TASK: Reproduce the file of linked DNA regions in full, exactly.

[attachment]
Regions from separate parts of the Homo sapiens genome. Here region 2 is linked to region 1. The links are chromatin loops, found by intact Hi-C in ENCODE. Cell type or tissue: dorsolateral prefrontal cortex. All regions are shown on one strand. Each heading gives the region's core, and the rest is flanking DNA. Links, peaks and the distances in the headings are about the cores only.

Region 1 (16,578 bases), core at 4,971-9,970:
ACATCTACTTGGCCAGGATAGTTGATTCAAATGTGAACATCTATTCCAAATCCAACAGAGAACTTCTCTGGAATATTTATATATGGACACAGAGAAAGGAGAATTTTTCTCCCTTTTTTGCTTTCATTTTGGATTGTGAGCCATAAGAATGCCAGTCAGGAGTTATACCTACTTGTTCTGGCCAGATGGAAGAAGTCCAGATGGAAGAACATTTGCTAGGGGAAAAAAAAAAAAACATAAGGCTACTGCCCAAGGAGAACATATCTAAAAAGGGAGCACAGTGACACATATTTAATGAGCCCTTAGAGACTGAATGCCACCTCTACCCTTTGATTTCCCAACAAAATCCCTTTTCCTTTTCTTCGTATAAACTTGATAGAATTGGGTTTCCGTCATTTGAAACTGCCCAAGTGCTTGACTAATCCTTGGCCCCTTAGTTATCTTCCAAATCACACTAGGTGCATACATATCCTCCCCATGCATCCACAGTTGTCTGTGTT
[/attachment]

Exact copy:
Regions from separate parts of the Homo sapiens genome. Here region 2 is linked to region 1. The links are chromatin loops, found by intact Hi-C in ENCODE. Cell type or tissue: dorsolateral prefrontal cortex. All regions are shown on one strand. Each heading gives the region's core, and the rest is flanking DNA. Links, peaks and the distances in the headings are about the cores only.

Region 1 (16,578 bases), core at 4,971-9,970:
ACATCTACTTGGCCAGGATAGTTGATTCAAATGTGAACATCTATTCCAAATCCAACAGAGAACTTCTCTGGAATATTTATATATGGACACAGAGAAAGGAGAATTTTTCTCCCTTTTTTGCTTTCATTTTGGATTGTGAGCCATAAGAATGCCAGTCAGGAGTTATACCTACTTGTTCTGGCCAGATGGAAGAAGTCCAGATGGAAGAACATTTGCTAGGGGAAAAAAAAAAAAACATAAGGCTACTGCCCAAGGAGAACATATCTAAAAAGGGAGCACAGTGACACATATTTAATGAGCCCTTAGAGACTGAATGCCACCTCTACCCTTTGATTTCCCAACAAAATCCCTTTTCCTTTTCTTCGTATAAACTTGATAGAATTGGGTTTCCGTCATTTGAAACTGCCCAAGTGCTTGACTAATCCTTGGCCCCTTAGTTATCTTCCAAATCACACTAGGTGCATACATATCCTCCCCATGCATCCACAGTTGTCTGTGTT